Palin’s Fox News Contract In Jeopardy?
After an outburst last night on Facebook when her appearance on Fox News Channel was apparently canceled, Sarah Palin’s contract with the network may be in jeopardy:
Last night’s kerfuffle between Sarah Palin and Fox News was a classic display of Sarah Palin being, well, Sarah Palin. But her Facebook outburst complaining about Fox canceling her appearance at the Republic National Convention reveals something deeper about Palin’s often rocky relationship with the network. Palin’s contract is up in January, and according to sources, Fox News executives are now weighing what kind of deal they would sign, if they sign one at all.
Essentially, Palin and Fox are in the early stages of an elaborate contract negotiation. Palin earns roughly $1 million per year from Fox, making her the highest paid contributor at the network. Fox executives have been disappointed with her ratings; Palin has been disappointed by Fox’s decision to not give her top billing on bookings. According to sources, the relationship at times has gotten so bad that much communication has been conducted via Palin’s husband Todd. One thing is clear: It’s risky for her to push the envelope too far. Fox has been a central pillar of Palin’s national reach since quitting the governorship, and without the network’s platform, it’s unclear how she could maintain even her current, much-diminished level of visibility.
Palin’s Facebook outburst surely didn’t endear her to Roger Ailes, who prizes message discipline and loyalty among his troops. Ailes has been at times frustrated with Palin’s erratic public moves since her decision to ignore his advice to remain quiet in the wake of the Gabrielle Giffords shooting in 2011. Palin crossed him again when she gave her decision not to run to talk radio host Mark Levin, not Fox.
Palin returned to the air last night for the final night of the convention, but it seems pretty clear that there are some tensions going on here and that Ailes isn’t entirely pleased with the former Alaska Governor at the moment. There also seems to be some degree of personal animus here too. As noted above, Ailes was rather upset with Palin when she chose to make the much-anticipated announcement about whether or not she would run for President in a phone interview with a talk radio host rather than on the network that’s paying her a million bucks a year:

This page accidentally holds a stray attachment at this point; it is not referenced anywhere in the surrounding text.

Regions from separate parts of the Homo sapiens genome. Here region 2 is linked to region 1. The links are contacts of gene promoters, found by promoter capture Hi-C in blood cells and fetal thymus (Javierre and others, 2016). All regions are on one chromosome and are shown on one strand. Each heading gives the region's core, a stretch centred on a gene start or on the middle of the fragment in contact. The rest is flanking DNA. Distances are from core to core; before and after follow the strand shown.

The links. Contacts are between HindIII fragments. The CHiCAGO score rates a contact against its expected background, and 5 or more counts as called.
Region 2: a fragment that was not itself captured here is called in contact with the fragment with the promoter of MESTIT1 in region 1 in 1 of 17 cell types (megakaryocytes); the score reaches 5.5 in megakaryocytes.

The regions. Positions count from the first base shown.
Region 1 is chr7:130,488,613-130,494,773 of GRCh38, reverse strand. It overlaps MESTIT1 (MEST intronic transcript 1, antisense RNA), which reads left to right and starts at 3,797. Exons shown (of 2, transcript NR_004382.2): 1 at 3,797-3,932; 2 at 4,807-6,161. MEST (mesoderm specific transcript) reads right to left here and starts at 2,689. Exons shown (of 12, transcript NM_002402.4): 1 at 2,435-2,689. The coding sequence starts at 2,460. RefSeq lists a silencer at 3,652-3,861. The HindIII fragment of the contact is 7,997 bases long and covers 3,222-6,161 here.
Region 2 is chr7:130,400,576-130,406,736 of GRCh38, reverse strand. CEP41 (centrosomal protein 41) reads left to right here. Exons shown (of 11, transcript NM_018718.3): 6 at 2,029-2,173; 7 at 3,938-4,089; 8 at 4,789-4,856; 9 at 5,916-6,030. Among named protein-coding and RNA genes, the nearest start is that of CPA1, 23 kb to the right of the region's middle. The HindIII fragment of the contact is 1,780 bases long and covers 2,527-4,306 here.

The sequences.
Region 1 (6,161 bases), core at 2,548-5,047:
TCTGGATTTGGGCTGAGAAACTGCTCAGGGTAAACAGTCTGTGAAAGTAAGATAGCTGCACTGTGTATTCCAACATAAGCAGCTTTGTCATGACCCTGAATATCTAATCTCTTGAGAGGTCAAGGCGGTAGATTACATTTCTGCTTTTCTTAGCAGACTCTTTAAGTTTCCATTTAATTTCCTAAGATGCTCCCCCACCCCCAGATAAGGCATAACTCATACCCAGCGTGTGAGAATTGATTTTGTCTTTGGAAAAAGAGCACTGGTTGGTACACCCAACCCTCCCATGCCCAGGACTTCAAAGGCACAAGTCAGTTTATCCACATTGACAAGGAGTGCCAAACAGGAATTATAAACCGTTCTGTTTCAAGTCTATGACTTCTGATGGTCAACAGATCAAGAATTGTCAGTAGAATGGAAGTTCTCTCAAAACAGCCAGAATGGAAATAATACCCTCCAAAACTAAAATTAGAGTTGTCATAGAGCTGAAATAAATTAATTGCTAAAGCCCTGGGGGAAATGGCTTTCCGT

Sarah Palin’s announcement that she wouldn’t run for president disappointed her legions of admirers — but it infuriated Roger Ailes. The Fox News chief wasn’t angry about the decision itself. Rather, he was livid that Palin made the October 5 announcement on Mark Levin’s conservative talk-radio program, robbing Fox News of an exclusive and a possible ratings bonanza. Fox was relegated to getting a follow-up interview with Palin on Greta Van Susteren’s 10 p.m. show, after the news of Palin’s decision had been drowned out by Steve Jobs’s death. Ailes was so mad, he considered pulling her off the air entirely until her $1 million annual contract expires in 2013.
After the announcement, he called Fox’s executive vice-president Bill Shine into a meeting. Shine is the network’s principal point of contact with Palin.Ailes told him she had made a big mistake. “I paid her for two years to make this announcement on my network,” Ailes pointedly told Shine. Sources described the episode on condition of anonymity, given the sensitivity of the relationships.
In addition to all of this, there’s the question of whether having Palin on the air actually does anything for Fox News Channel. They were getting excellent ratings before she was a semi-frequent guest, and they’ll likely continue getting excellent ratings if they let her go. Ailes may just end up deciding that it’s not worth a million buck a year to deal with the frustration that is the political world’s most prominent media diva.
Ed Morrissey comments:
Palin probably needs Fox more than Fox needs Palin, but that doesn’t mean that Ailes can just dump Palin and expect to suffer no damage, either, especially with bizarre decisions like this. If you’re paying a million bucks a year for the previous VP nominee to provide political analysis, why take her off the air during theconventions to make a point? Why not do it when such a move will send the message to Palin but not be as obvious to everyone else, and still allow Fox to get maximum value from Palin when it counts
Well, I suppose the answer is that when you’re dealing with strong-willed people, and Ailes is nothing if not strong-willed, you should expect things like this. At this point, I would not be surprised to see Fox quietly drop Palin when he contract is up.
H/T: Taegan Goddard